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Seattle first responder reunites with man he saved from heroin overdose

MODESTO, Calif. -- At just 23 years old, Zachary Oehrke knew how his life would end.

"I told myself I was going to die a heroin addict," he said. "I told myself that was going to be my fate."

His fate changed forever at the Seattle-Tacoma International Airport on November 2. He overdosed on heroin in the bathroom, and Port of Seattle Fire Captain David Washington saved his life.

"I remember telling him that you need to get a support system, not ever thinking that I was ever going to see him again," Washington told FOX 40.

Just a few weeks later, they reunited at the New Hope Recovery Center in Modesto where Oehrke is recovering. Washington's chief recently called him into his office and asked if he would want to see the young man whose life he saved.

"I just started bawling because it resonated in my life, like this could be my son," Washington told FOX40. "It doesn't matter what nationality we come from, it matters how we care for each other and that's what hit me the hardest."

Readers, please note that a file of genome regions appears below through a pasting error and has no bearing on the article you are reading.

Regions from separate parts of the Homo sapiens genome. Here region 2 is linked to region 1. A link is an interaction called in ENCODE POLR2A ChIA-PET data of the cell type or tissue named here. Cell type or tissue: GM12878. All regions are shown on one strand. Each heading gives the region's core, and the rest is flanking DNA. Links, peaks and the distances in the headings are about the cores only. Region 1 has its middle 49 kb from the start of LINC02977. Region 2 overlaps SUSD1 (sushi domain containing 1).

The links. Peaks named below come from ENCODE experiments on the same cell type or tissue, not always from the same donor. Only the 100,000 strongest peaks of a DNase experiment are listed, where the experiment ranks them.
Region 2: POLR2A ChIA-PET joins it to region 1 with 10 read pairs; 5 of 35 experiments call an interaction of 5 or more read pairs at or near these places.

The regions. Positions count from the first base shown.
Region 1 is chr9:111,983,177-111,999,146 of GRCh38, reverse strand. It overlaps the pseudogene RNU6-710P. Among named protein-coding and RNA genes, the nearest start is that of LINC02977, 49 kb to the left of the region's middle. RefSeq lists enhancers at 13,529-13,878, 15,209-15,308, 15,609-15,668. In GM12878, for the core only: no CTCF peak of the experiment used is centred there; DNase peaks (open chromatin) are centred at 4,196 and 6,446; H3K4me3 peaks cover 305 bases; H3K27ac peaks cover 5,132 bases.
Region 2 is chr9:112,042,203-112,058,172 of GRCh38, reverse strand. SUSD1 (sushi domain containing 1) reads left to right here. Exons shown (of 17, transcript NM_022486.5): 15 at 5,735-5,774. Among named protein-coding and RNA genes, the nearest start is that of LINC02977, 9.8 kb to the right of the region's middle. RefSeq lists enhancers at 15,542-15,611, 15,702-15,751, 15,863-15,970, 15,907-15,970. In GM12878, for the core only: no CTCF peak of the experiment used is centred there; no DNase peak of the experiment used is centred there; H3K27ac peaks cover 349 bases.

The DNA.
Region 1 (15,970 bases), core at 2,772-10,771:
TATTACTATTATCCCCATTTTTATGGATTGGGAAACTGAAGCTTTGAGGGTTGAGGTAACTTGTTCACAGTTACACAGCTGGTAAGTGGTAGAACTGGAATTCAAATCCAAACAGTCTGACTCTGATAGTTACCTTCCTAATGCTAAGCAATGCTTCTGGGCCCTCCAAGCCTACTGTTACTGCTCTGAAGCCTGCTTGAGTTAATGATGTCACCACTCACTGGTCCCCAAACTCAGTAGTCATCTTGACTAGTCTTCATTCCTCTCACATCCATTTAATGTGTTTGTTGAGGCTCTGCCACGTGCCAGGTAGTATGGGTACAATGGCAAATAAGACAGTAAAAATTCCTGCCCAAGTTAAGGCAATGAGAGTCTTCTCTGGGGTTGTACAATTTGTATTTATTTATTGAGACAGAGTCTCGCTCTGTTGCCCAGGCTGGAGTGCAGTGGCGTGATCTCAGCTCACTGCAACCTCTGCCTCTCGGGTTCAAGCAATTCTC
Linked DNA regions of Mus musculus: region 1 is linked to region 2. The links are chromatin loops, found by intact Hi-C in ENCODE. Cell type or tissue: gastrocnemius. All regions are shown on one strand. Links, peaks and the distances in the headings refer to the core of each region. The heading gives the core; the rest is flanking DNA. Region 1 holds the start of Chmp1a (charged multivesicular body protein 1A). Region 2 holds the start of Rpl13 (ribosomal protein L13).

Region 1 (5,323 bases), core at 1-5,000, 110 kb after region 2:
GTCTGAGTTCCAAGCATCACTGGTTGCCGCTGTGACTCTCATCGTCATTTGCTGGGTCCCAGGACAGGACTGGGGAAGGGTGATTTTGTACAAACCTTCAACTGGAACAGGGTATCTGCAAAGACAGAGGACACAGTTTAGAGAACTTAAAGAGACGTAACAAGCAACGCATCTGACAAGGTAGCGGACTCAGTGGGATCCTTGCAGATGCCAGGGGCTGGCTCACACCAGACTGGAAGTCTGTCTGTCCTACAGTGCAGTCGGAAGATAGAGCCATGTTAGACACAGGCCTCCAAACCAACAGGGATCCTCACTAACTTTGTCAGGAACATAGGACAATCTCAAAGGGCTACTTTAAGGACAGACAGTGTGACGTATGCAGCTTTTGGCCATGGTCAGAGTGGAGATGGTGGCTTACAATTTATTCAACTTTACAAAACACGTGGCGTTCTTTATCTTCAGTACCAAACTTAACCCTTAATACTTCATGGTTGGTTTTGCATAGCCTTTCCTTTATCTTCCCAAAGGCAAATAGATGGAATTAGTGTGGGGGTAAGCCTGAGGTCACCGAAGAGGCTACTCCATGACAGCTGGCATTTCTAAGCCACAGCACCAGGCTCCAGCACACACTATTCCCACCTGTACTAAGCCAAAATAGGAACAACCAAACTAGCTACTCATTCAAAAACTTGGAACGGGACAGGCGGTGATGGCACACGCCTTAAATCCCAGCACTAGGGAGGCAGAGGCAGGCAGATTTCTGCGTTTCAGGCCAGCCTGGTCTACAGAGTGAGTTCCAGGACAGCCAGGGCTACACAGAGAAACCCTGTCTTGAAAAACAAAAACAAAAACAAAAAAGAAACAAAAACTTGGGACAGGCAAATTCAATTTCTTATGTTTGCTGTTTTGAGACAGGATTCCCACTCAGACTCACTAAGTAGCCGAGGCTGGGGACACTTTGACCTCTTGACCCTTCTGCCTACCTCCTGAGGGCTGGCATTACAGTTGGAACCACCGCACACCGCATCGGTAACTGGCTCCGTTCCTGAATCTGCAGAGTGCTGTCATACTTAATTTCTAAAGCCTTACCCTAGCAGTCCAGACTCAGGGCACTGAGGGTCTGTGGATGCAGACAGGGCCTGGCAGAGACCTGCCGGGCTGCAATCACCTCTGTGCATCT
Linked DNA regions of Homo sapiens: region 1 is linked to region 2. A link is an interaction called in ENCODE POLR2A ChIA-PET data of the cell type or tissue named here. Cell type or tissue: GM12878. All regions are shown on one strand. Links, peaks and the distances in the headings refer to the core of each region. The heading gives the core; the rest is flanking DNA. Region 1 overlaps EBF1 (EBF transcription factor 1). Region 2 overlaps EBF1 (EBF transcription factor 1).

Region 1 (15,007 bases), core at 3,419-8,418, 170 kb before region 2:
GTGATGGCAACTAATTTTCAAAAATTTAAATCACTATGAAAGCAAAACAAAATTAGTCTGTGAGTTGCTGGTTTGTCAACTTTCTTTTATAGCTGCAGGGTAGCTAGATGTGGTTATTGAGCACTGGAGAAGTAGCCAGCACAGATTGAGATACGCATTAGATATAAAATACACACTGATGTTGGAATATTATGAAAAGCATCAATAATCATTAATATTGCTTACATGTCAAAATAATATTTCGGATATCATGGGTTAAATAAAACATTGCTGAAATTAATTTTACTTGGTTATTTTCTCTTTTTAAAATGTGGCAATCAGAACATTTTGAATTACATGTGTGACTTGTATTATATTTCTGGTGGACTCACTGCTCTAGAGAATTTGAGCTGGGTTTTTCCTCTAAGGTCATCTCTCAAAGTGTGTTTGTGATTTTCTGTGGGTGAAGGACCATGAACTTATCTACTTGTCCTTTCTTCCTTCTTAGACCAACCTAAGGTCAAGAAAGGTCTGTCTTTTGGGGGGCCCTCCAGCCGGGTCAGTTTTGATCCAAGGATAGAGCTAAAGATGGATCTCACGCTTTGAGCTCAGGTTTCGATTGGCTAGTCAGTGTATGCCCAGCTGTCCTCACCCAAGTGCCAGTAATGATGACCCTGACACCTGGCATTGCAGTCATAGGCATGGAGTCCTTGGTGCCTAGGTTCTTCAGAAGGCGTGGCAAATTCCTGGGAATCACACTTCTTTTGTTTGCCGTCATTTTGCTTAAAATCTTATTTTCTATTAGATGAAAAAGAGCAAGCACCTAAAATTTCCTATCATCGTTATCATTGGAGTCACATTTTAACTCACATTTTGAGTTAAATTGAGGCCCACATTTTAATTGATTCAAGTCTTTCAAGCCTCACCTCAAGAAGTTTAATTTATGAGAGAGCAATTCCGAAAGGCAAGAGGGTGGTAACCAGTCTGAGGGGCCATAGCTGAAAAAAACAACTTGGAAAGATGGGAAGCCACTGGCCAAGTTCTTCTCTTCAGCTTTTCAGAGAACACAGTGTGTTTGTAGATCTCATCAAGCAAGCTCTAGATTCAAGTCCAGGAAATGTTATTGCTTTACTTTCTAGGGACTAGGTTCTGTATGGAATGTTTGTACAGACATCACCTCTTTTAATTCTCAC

The pair has spent two days together, forging a bond that is built on a word tattooed on Oehrke's arm -- Hope.

I feel that connection just as much and I can sit there and open up to this guy, not even just because he saved my life, just that we both believe in the same god," Oehrke said. "We both know that this stuff doesn’t happen on accident, we both know there is a reason for everything that is happening."

That reason has given Oehrke another chance at life and Washington a chance to see the impact he has made.

"This chance of a lifetime to come back into his life has changed my life too. It's been something I'll never forget," Washington said.

A moment of darkness that has created a friendship both hope will inspire others.

"I can honestly say that moment in the airport, from the worst of it to the best of it, was probably the best thing for me that could have ever happened," Oehrke said. "It took me to the point that I realized that this kills people and I’m one of the very few that gets a second chance."